Storrs Common lime kiln near Ingleton (c) YDNPA 2023
Much of this kiln has been robbed out or has collapsed, and only the draw arch remains more or less intact. The size of the mound indicates how big the kiln would have been. Its date of construction is unknown but it was in use in the 1840s.
Quarrying for limestone had been carried out on Storrs Common for centuries, either supplying building stone for local villagers or stone for a number of kilns that once existed on the Common before Storrs Quarry was developed on a large scale in the later 19th century. This kiln was probably the latest and largest to be built, and the only one still to be seen, and it was typical of early industrial kilns designed to produce lime on a commercial basis. The kiln operated in the same way as agricultural field kilns, with stone being tipped in at the top, up the surviving ramp, and lime being drawn out through the arch at the bottom.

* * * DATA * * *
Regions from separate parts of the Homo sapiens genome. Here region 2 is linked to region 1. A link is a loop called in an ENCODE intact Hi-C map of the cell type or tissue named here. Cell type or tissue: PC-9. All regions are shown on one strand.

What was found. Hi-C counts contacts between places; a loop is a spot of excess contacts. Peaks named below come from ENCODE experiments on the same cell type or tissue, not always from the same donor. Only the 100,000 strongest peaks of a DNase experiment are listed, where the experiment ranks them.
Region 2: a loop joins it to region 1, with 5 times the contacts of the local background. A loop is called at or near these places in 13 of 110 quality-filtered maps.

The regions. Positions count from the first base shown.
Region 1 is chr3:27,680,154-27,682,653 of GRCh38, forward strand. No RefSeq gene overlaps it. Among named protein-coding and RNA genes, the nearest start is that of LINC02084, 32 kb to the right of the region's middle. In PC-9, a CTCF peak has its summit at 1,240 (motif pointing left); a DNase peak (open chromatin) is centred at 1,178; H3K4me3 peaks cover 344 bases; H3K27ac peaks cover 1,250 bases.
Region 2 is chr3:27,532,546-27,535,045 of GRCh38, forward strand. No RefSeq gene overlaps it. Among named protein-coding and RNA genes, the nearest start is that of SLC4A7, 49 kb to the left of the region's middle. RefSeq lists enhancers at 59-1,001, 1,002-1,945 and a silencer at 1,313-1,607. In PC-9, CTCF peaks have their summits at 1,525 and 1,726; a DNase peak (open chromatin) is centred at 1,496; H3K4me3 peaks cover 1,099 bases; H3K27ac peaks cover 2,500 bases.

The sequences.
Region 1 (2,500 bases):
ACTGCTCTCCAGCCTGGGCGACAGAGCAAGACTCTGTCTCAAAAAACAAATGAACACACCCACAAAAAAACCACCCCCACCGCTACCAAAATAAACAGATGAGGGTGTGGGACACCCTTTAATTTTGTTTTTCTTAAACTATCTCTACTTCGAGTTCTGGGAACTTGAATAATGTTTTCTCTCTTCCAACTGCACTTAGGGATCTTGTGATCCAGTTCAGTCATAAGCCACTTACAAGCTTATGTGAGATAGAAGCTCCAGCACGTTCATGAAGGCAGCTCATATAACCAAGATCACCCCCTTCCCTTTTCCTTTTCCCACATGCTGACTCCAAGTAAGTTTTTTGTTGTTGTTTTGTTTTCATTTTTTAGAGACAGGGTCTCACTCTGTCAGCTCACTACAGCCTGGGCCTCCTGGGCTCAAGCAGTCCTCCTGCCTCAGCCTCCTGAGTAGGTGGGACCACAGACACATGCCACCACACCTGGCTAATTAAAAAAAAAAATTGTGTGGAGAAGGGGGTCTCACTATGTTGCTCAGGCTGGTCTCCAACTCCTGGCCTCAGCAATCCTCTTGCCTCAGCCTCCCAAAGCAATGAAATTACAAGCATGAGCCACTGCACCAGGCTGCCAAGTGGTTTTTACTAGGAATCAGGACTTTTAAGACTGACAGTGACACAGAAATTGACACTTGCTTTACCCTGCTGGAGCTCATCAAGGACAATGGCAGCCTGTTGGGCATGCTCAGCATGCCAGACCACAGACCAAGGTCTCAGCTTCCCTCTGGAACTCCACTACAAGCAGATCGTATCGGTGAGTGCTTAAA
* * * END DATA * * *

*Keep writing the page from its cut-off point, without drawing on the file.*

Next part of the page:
Location From Ingleton centre take lane signed 'Leading to Thacking Lane'. Continue into Thacking Lane for 350 metres. Go through hand gate take left fork in path. After 300 metres view kiln to left of track. No public access.
Public Transport Details Nearest town/village: Ingleton. Call Traveline on 0870 608 2 608 to plan your journey. After the welcome message key in 885 for North Yorkshire information.
Accessibility Rough, stony path, narrow in places. Handgate at one end.